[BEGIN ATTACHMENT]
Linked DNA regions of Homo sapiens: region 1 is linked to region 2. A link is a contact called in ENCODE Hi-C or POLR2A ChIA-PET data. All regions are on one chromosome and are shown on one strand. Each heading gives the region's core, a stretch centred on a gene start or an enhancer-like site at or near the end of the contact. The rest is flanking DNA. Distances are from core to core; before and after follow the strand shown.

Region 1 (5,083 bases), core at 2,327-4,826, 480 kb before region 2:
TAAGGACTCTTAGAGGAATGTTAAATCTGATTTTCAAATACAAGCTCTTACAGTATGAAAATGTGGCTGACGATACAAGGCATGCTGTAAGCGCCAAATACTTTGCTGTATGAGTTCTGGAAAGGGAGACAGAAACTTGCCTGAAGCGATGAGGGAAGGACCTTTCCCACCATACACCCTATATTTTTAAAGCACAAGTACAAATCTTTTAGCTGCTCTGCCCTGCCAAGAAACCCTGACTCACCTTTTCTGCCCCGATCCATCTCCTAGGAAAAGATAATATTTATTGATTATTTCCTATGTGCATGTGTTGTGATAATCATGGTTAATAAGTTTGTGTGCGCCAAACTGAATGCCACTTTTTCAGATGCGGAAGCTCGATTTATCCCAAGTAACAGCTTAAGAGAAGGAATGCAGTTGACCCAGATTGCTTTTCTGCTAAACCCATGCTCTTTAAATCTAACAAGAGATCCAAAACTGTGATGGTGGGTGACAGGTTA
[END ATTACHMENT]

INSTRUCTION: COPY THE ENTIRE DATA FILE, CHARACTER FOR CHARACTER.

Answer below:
Linked DNA regions of Homo sapiens: region 1 is linked to region 2. A link is a contact called in ENCODE Hi-C or POLR2A ChIA-PET data. All regions are on one chromosome and are shown on one strand. Each heading gives the region's core, a stretch centred on a gene start or an enhancer-like site at or near the end of the contact. The rest is flanking DNA. Distances are from core to core; before and after follow the strand shown.

Region 1 (5,083 bases), core at 2,327-4,826, 480 kb before region 2:
TAAGGACTCTTAGAGGAATGTTAAATCTGATTTTCAAATACAAGCTCTTACAGTATGAAAATGTGGCTGACGATACAAGGCATGCTGTAAGCGCCAAATACTTTGCTGTATGAGTTCTGGAAAGGGAGACAGAAACTTGCCTGAAGCGATGAGGGAAGGACCTTTCCCACCATACACCCTATATTTTTAAAGCACAAGTACAAATCTTTTAGCTGCTCTGCCCTGCCAAGAAACCCTGACTCACCTTTTCTGCCCCGATCCATCTCCTAGGAAAAGATAATATTTATTGATTATTTCCTATGTGCATGTGTTGTGATAATCATGGTTAATAAGTTTGTGTGCGCCAAACTGAATGCCACTTTTTCAGATGCGGAAGCTCGATTTATCCCAAGTAACAGCTTAAGAGAAGGAATGCAGTTGACCCAGATTGCTTTTCTGCTAAACCCATGCTCTTTAAATCTAACAAGAGATCCAAAACTGTGATGGTGGGTGACAGGTTA